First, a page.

The petition for review was timely. For where an application is made for reconsideration, the time for review begins to run from the date of denial of such relief, provided the Referee reconsidered the merits of the original order.[6] We think that the Referee did thus reconsider the merits for he based his denial of relief on res judicata (i.e., the rejection of a previous petition for reconsideration) which was a defense on the merits.[7] In such circumstances, the petition to review must relate to the original order, not to the denial order; literally the petition here asked review of the Referee's denial order, but we consider it as, in effect, the same as a petition to review the original order.[8]

Accordingly we adhere to our earlier ruling and deny the petition for rehearing.

NOTES

[1] That section, before such amendments, provided: "The funds received by a contractor from an owner for the improvement of real property are hereby declared to constitute trust funds in the hands of such contractor to be applied first to the payment of claims of subcontractors, architects, engineers, surveyors, laborers and materialmen arising out of the improvement, and to the payment of premiums on surety bond or bonds filed and premiums on insurance accruing during the making of the improvement and any contractor and any officer, director or agent of any contractor who applies or consents to the application of such funds for any other purpose and fails to pay the claims hereinbefore mentioned is guilty of larceny and punishable as provided in section thirteen hundred and two of the penal law."

The insurance company concedes that the amendments are inapplicable here.

[2] Cf. Huddleston v. Dwyer, 322 U.S. 232, 64 S. Ct. 1015, 88 L. Ed. 1246; Vandenbark v. Owens-Illinois Glass Co., 311 U.S. 538, 61 S. Ct. 347, 85 L. Ed. 327.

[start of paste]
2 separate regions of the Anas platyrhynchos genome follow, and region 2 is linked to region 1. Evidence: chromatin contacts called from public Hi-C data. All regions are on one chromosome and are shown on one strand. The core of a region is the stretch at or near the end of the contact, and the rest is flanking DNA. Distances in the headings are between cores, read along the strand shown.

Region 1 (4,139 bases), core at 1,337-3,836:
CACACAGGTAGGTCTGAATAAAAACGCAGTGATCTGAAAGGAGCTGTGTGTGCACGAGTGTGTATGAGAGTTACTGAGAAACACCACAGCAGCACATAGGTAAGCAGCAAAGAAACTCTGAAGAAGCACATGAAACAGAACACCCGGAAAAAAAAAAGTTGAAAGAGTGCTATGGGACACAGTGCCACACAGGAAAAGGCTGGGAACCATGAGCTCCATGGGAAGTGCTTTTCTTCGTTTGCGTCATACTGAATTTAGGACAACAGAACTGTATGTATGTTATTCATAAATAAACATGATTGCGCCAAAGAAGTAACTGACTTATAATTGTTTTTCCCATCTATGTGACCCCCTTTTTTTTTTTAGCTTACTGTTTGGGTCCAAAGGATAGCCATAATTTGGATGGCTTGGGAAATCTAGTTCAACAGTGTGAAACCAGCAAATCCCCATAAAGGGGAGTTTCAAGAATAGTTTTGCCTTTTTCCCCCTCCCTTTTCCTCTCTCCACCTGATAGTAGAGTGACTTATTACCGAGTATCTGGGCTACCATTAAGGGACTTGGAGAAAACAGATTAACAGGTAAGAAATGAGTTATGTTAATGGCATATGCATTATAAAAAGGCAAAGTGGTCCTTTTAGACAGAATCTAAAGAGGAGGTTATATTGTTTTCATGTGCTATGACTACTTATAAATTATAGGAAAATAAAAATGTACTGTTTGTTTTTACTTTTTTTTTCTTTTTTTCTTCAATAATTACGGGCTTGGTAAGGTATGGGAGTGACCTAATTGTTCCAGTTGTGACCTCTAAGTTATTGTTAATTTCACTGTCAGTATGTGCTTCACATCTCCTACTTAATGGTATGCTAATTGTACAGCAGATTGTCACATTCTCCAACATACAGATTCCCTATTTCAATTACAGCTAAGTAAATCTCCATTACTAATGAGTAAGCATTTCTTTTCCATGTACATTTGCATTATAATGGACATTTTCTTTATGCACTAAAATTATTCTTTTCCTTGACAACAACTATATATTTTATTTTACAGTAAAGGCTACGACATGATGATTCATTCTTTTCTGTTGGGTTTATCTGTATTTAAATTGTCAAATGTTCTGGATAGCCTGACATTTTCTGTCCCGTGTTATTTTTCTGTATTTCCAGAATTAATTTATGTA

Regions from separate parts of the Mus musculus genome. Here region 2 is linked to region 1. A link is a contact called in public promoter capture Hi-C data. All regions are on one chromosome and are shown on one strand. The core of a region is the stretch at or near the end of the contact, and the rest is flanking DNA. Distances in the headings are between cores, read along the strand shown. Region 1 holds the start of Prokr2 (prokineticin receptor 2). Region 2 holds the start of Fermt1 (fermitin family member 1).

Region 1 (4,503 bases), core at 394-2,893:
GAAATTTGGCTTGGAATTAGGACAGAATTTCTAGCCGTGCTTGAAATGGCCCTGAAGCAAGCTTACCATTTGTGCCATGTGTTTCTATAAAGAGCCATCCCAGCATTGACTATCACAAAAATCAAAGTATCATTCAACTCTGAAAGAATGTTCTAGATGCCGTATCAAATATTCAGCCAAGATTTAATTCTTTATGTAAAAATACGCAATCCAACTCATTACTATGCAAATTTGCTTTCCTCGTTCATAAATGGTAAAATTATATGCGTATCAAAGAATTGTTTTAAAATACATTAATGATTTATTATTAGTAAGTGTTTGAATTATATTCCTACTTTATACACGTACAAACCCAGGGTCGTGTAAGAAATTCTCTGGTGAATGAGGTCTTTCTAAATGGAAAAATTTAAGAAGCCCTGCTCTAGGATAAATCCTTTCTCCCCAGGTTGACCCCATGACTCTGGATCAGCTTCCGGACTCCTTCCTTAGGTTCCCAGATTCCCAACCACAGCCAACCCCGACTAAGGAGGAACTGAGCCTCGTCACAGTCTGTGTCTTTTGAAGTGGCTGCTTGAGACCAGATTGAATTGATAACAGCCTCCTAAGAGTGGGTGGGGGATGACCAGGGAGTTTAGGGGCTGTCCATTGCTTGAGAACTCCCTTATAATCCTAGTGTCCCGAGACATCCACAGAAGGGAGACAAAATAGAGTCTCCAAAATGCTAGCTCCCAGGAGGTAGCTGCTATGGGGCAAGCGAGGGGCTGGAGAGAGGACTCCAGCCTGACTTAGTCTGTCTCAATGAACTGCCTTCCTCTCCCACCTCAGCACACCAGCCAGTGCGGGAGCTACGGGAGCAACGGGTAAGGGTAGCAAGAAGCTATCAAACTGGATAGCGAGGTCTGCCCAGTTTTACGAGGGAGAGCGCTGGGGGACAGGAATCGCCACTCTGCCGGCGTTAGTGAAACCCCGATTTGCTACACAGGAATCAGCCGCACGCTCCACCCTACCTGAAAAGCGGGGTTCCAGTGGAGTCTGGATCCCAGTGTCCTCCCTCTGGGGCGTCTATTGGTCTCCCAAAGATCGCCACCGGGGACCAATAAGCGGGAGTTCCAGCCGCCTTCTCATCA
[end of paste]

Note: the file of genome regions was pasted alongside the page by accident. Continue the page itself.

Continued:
[3] The previous decision that it had is not to be taken as res judicata or otherwise binding.

[1] American United Life Ins. Co. v. Haines City, Florida, 5 Cir., 117 F.2d 574, 575. See Marconi Wireless Tel. Co. v. United States, 320 U.S. 1, 47, 63 S. Ct. 1393, 87 L. Ed. 1731, decided after the Rules became effective.

[2] Wayne United Gas Co. v. Owens-Illinois Gas Co., 300 U.S. 131, 57 S. Ct. 382, 81 L. Ed. 557; Pfister v. Northern Illinois Fin. Corp., 317 U.S. 144, 149, 63 S. Ct. 133, 87 L. Ed. 146; Bowman v. Lopereno, 311 U.S. 262, 61 S. Ct. 201, 85 L. Ed. 177; Rafert v. Equitable Life Assurance Soc., 8 Cir., 138 F.2d 185, 187, certiorari denied 320 U.S. 801, 64 S. Ct. 431, 88 L. Ed. 484; Curtis v. O'Leary, 8 Cir., 131 F.2d 240, 245; Mulligan v. Federal Land Bank of Omaha, 8 Cir., 129 F.2d 438, 440; Walgreen Drug Stores v. Scruggs, 4 Cir., 129 F.2d 789, 790; In re Chicago, M. & St. P. R. Co., 7 Cir., 138 F.2d 235, certiorari denied Abrams v. Scandrett, 321 U.S. 770, 64 S. Ct. 528, 88 L. Ed. 1066; American United Life Ins. Co. v. Haines City, Florida, 117 F.2d 574, 575.

This in no way implies that an order in a "controversy arising in a proceeding in bankruptcy" may not be final for the purpose of taking an appeal therefrom.

[3] Bankruptcy Act § 1(9), 11 U.S.C.A. § 1(9).

[4] Kimm v. Cox, 8 Cir., 130 F.2d 721, 732, 733; Wharton v. Farmers & Merchants Bank, 8 Cir., 119 F.2d 487. See also the cases cited in footnote 2, supra.

[5] Cf. Huddleston v. Dwyer, 322 U.S. 232, 64 S. Ct. 1015, 88 L. Ed. 1246.

[6] Pfister v. Northern Illinois Fin. Corp., 317 U.S. 144, 63 S. Ct. 133, 87 L. Ed. 146; Bowman v. Lopereno, 311 U.S. 262, 61 S. Ct. 201, 85 L. Ed. 177.

[7] That a decision based on res judicata is on the merits, cf. Buck v. Spofford, 35 Me. 526.

[8] Cf. Safeway Stores v. Coe, 78 U.S. App.D.C. 19, 136 F.2d 771, 772, 148 A.L. R. 782.